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xtiano77
November 24th, 2008, 12:34 AM
I am trying to run the Ubuntu 8.04.1 in my desktop computer; however, when I try, I get the message below after a long wait without any activity. I purchased the computer in 2005. It has 1G of ram and a 2GHZ intel processor. It also has an after market video card which allows me to run two monitors while using windows XP. I would like to tryit out in that computer before fully installing it. I tried the same ubuntu version in my laptop and it runs just fine. I would really appreciate your help with this problem. Thanks in advance.


Message displayed:


*Preparing restricted drivers...[OK]
*Setting the system clock
*starting basic networking...[OK]
*Starting kernel event manager...[OK]
*Loading hardware drivers...
Segmentation fault
/etc/rcs.d/S10udev: 105 /usr/bin/tput: not found
/etc rcS.d/S10udev: 1: usplash_write: not found
/etc/init.d/rc:317: unsplash_write: not found
/etc/init.d/rc: 317: sed: not found
init: rcS main process (5621) killed by SEGV signal
init: Unable to execute "/bin/sh" for rc-default: No such file or directory
init: rc-default main process (6910) terminated with status 255

lemming465
November 26th, 2008, 04:32 AM
Run memtest86+ for at least 20 minutes to verify you don't have bad RAM, then run the CD self-test to verify that it reads OK on this PC. If not, either try burning a new CD or replacing the CD drive.

If you have a dual-monitor setup, you will be much better off with Ubuntu 8.10 than with 8.04.1.

xtiano77
November 26th, 2008, 06:10 AM
After doing the memtest86+, if the RAM turns out to be the problem, the answer will be replacement before installation or is there a way to correct the problem before purchasing or without having to purchase new ram?

xtiano77
November 26th, 2008, 06:27 AM
I just performed the memtest86+ and the computer shut down by itself at 30%. Should I take that to mean that the ram is bad and needs replacement?

lemming465
November 26th, 2008, 04:11 PM
If the computer is spontaneous powering off, you likely have a power supply problem, or possibly a motherboard problem (bad chinese electrolyte in capacitors, for example).

If the problem is RAM, the first thing to try is reseating it (using antistatic grounding). Problems with the contacts are more common than problems with the actual chips.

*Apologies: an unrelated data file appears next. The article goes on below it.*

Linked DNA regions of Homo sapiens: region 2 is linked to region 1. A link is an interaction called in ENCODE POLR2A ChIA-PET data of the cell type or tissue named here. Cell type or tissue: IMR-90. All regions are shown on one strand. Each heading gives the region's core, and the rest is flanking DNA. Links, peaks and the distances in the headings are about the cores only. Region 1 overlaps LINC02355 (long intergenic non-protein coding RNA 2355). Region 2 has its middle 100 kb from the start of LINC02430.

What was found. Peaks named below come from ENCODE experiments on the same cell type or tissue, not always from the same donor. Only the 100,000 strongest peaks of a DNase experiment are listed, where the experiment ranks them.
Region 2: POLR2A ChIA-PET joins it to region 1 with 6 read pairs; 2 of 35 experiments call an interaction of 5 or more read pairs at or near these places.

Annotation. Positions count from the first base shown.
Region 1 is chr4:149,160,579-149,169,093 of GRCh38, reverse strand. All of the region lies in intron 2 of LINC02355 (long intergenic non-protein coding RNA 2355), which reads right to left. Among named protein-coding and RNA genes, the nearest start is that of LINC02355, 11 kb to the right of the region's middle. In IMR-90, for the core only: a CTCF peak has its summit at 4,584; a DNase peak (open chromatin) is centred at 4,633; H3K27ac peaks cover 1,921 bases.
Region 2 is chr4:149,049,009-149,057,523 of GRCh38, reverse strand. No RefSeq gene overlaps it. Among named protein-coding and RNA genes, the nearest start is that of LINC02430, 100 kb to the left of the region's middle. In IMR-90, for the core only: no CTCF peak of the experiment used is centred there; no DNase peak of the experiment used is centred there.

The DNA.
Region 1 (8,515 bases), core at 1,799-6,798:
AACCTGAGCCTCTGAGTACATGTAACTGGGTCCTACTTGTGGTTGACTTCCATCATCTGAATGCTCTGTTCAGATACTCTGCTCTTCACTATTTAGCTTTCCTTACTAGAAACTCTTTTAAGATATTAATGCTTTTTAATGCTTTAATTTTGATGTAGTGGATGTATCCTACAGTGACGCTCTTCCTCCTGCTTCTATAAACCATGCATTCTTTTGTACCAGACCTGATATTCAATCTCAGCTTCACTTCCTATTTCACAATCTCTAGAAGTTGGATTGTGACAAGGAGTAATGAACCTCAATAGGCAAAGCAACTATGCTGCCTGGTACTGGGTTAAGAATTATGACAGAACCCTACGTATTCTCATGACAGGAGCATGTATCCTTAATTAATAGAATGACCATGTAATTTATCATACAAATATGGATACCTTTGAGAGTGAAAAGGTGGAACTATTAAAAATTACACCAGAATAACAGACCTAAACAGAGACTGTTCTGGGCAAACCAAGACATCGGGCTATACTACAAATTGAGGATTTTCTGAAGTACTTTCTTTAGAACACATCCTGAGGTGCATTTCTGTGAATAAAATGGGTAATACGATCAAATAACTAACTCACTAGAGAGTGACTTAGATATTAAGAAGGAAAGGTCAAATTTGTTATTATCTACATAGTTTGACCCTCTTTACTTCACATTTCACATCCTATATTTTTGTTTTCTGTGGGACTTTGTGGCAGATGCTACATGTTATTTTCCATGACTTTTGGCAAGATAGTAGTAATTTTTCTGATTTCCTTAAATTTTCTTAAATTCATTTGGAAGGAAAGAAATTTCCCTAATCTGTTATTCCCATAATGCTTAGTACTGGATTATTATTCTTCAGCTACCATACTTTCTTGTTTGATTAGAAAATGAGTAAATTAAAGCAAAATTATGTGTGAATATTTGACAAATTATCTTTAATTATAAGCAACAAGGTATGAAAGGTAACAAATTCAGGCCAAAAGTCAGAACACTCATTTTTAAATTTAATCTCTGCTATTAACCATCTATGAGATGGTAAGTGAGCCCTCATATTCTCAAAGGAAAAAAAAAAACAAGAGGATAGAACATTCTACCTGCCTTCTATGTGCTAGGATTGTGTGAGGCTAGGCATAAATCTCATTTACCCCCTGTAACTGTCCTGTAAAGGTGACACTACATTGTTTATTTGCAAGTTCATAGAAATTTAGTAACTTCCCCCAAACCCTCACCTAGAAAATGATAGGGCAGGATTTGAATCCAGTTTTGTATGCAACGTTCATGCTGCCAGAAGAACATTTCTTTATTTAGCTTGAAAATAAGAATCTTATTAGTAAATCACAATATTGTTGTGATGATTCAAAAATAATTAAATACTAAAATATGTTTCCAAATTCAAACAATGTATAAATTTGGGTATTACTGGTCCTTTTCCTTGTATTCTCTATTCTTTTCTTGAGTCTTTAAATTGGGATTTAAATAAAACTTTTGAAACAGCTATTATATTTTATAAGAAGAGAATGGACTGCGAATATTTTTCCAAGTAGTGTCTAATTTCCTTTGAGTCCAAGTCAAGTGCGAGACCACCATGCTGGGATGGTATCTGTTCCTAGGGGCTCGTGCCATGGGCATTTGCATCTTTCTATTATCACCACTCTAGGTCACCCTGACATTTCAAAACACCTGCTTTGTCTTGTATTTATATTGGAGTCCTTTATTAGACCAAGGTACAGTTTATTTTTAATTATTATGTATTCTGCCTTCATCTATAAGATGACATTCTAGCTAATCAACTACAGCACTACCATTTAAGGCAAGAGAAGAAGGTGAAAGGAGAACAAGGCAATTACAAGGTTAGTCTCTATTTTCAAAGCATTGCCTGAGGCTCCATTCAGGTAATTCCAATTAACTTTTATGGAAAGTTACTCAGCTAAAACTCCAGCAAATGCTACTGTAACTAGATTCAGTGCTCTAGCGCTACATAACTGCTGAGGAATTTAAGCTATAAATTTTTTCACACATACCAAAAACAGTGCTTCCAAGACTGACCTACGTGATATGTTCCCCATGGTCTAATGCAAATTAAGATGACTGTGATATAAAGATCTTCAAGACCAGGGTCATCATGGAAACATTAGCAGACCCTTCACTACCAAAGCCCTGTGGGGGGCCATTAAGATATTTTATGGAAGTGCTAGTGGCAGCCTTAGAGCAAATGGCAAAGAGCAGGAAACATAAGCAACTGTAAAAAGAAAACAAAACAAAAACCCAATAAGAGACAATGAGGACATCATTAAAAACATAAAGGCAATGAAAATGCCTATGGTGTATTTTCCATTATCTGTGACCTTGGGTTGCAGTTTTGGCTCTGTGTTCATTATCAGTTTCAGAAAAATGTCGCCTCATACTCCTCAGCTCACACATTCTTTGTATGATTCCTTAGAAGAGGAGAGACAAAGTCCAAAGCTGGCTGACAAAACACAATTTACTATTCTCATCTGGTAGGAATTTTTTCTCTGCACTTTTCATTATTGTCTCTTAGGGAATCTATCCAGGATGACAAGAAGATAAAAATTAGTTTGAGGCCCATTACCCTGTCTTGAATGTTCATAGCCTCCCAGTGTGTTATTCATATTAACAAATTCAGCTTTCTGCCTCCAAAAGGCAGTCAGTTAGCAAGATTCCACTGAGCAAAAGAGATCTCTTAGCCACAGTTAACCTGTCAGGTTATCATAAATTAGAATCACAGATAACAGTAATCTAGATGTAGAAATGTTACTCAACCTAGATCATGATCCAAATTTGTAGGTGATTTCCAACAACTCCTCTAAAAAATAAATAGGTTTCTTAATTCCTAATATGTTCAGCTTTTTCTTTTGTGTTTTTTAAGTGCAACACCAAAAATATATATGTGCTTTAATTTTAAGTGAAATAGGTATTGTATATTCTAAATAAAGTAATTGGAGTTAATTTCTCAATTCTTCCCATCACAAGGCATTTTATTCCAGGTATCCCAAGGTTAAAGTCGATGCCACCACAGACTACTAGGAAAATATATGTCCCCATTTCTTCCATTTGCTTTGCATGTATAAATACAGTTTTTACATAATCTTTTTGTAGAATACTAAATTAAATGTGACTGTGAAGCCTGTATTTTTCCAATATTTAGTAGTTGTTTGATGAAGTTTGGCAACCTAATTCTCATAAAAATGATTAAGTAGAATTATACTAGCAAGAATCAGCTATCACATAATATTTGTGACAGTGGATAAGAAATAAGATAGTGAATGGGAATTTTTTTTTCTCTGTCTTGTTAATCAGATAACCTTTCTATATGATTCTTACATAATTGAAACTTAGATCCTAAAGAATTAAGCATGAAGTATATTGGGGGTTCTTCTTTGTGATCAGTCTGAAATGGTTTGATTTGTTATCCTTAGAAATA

Unfortunately, you aren't going to have much luck installing Ubuntu or anything else until the hardware problems are resolved.

xtiano77
November 27th, 2008, 08:58 PM
Well, it is pretty much safe to say that I am going to need a new computer. I saw that Dell is offering some systems with ubuntu already installed. Are there any draw backs to these pre-loaded systems? As always, thanks in advance for your help.

lemming465
November 28th, 2008, 07:46 PM
Sorry about the old hardware. No, there are no drawbacks to the preinstalled systems. They won't come with windows licenses, so they aren't suitable for scenarios where you need to dual-boot, but as pure linux boxes they should be fine.

xtiano77
November 28th, 2008, 07:56 PM
Thanks for your help. One last question. I installed Open Office, but it doesn't have a mail program like Outlook. Is there an equivalent to MS Outlook so I don't have to install that componenet from the MS office suite?

lemming465
November 28th, 2008, 08:33 PM
Typical GUI mail clients people run are "evolution" (the default Gnome client), "kmail" (the default KDE client), or the ever-popular mozilla "thunderbird". If you are talking to IMAP4 or POP3 mail servers, use which ever you find most appealing, probably thunderbird. If you are talking to a Microsoft Exchange server, you may have better luck with evolution. Terminal emulation fans often choose "mutt". There are zillions of other clients, but those are the 4 most popular.

If you have to resort to actual MS-outlook, your 3 main options are run an older version under WINE (or the commercially supported cross-over Linux from www.codeweavers.com), or run it remotely via rdesktop, or boot a virtual copy of windows in vmware or virtual box.